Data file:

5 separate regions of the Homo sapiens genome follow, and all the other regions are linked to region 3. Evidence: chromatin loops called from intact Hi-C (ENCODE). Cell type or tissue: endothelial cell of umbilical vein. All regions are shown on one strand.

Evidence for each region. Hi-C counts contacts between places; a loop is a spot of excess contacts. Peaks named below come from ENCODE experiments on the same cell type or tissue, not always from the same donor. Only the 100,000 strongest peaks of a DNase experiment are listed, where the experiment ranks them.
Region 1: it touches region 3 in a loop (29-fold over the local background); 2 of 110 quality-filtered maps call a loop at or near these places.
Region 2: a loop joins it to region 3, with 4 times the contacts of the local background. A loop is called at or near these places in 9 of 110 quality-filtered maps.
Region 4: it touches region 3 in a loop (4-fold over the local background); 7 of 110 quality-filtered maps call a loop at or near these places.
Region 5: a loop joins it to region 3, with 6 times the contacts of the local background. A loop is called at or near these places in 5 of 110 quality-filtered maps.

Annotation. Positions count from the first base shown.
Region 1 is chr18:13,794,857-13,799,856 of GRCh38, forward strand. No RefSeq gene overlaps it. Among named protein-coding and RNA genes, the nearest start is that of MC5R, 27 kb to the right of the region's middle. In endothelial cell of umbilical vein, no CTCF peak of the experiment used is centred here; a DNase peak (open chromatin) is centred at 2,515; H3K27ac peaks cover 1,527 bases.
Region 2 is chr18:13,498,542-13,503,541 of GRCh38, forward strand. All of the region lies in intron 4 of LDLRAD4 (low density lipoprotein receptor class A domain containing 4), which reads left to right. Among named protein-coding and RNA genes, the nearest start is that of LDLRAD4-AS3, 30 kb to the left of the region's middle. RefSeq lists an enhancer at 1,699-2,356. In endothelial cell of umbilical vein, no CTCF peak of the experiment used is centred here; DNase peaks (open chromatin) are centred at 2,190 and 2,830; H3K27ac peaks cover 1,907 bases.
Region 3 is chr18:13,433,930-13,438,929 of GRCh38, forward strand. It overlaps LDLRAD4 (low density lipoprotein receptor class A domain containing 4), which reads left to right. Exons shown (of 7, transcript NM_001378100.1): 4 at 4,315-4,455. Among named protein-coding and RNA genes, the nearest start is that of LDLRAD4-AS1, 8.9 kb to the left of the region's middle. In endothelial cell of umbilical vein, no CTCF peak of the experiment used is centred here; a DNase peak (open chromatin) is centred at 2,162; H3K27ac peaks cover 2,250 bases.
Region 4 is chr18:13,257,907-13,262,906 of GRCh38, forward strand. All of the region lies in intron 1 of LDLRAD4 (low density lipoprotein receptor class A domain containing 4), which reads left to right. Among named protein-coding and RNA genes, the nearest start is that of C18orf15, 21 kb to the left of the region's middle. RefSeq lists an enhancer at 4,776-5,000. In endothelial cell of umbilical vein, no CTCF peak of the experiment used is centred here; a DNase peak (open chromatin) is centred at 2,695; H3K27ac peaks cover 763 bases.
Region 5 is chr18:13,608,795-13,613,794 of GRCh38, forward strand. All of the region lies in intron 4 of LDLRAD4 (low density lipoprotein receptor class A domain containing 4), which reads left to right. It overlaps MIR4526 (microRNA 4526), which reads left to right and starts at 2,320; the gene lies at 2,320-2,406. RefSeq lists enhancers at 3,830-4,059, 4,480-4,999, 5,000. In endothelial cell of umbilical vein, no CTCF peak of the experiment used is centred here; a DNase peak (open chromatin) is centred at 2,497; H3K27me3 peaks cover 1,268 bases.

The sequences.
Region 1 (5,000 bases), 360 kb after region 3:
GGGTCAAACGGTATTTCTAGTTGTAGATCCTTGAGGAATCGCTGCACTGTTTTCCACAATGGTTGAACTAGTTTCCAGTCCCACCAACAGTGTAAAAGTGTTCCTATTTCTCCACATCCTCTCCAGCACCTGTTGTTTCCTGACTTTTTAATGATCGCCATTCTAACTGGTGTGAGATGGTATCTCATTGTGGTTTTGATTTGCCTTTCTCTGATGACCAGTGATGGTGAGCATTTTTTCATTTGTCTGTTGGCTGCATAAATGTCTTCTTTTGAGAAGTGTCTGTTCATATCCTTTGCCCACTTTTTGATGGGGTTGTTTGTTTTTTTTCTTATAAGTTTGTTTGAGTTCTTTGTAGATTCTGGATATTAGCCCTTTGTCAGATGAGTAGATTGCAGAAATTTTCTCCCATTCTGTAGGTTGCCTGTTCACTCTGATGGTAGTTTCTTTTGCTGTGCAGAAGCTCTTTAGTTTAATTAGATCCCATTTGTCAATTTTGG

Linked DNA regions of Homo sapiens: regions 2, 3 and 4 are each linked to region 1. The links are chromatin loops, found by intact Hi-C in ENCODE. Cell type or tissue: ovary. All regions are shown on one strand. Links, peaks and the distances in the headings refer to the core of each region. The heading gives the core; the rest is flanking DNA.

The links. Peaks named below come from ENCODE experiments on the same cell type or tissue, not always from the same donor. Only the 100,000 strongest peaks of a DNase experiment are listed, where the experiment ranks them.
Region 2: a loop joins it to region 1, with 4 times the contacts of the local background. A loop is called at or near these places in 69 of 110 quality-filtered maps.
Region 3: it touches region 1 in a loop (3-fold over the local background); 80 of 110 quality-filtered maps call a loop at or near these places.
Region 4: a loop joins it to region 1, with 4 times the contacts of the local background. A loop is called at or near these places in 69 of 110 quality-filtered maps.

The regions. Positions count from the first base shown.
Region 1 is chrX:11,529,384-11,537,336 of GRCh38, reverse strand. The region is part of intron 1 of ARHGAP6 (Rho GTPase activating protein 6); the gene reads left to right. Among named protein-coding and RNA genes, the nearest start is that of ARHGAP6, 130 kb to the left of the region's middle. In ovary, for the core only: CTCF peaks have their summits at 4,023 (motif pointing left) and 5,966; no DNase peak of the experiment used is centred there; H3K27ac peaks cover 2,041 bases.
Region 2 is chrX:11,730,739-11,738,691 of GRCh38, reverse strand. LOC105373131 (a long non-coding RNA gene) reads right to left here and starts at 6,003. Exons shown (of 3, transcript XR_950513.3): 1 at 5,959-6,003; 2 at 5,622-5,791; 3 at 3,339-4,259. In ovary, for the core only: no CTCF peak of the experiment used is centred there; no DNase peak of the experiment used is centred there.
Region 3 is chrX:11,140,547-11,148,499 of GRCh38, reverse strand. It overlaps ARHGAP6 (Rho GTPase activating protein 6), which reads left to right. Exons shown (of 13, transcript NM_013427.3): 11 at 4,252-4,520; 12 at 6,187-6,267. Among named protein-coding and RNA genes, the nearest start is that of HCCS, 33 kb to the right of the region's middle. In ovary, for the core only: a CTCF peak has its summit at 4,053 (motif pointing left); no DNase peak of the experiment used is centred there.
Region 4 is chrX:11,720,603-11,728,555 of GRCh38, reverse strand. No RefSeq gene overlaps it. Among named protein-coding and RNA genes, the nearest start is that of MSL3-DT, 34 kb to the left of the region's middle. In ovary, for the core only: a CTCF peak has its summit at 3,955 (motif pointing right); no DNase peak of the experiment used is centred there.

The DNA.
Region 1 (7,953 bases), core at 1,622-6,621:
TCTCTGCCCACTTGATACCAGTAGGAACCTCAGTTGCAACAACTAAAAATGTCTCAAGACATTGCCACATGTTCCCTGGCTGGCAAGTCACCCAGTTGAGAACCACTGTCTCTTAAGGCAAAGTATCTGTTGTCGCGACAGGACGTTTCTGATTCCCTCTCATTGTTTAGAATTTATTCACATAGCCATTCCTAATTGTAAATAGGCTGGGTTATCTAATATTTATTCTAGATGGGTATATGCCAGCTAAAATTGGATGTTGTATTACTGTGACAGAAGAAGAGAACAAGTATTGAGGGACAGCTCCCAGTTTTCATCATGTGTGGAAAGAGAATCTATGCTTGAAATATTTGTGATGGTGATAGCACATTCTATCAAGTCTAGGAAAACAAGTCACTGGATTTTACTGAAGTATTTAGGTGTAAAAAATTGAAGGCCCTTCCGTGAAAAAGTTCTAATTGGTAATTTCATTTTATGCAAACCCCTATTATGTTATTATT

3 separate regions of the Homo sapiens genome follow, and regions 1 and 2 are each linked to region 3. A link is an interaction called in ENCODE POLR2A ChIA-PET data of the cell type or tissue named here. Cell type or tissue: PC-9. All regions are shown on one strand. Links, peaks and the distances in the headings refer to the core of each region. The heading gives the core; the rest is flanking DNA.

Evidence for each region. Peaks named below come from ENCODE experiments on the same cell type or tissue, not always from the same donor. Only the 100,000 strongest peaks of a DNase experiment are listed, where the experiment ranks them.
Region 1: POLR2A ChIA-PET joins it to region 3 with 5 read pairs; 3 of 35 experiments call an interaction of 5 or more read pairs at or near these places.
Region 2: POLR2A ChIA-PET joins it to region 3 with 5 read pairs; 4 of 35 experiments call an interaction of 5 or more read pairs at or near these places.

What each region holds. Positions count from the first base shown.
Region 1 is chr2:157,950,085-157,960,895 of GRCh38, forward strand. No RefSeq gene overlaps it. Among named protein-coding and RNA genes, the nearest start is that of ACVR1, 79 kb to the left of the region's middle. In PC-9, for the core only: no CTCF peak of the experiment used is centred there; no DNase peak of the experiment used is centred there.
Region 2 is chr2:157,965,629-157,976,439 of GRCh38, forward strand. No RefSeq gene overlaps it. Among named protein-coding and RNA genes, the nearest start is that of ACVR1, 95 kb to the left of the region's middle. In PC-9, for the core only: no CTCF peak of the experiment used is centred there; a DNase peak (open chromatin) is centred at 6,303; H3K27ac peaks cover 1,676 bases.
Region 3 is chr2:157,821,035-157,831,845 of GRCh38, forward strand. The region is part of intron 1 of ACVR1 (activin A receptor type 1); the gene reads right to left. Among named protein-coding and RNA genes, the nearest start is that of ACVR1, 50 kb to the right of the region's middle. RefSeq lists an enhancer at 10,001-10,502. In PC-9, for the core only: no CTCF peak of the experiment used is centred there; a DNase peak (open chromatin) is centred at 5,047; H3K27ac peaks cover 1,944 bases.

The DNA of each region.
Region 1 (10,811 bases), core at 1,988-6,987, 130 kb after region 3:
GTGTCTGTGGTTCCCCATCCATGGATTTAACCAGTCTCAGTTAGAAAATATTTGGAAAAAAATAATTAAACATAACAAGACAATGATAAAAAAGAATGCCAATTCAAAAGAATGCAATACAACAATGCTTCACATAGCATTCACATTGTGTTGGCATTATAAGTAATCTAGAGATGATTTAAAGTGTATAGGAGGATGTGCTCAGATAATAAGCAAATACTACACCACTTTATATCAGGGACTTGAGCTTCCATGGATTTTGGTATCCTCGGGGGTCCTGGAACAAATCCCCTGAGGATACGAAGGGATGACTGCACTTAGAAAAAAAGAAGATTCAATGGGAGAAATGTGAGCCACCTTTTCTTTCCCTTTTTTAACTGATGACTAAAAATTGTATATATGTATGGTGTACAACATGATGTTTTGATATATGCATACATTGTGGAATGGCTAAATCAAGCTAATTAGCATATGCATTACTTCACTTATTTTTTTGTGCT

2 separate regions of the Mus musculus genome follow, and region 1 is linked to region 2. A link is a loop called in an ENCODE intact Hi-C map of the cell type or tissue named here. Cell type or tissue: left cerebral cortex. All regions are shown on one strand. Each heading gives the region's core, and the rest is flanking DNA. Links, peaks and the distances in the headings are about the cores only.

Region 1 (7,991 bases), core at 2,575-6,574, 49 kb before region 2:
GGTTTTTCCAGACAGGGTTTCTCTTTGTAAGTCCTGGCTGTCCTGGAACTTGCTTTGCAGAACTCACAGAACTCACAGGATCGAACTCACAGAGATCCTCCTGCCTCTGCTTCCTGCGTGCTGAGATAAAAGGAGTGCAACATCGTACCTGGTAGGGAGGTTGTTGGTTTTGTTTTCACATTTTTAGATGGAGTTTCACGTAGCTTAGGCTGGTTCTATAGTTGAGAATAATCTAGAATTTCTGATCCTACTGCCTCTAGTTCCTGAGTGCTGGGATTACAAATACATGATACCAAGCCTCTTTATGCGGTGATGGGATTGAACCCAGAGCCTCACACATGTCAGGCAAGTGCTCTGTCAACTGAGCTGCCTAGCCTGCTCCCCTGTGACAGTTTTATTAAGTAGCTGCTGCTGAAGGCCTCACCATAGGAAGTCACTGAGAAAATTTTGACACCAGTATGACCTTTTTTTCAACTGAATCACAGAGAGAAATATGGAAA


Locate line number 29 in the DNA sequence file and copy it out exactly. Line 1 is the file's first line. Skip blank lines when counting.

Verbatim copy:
3 separate regions of the Homo sapiens genome follow, and regions 1 and 2 are each linked to region 3. A link is an interaction called in ENCODE POLR2A ChIA-PET data of the cell type or tissue named here. Cell type or tissue: PC-9. All regions are shown on one strand. Links, peaks and the distances in the headings refer to the core of each region. The heading gives the core; the rest is flanking DNA.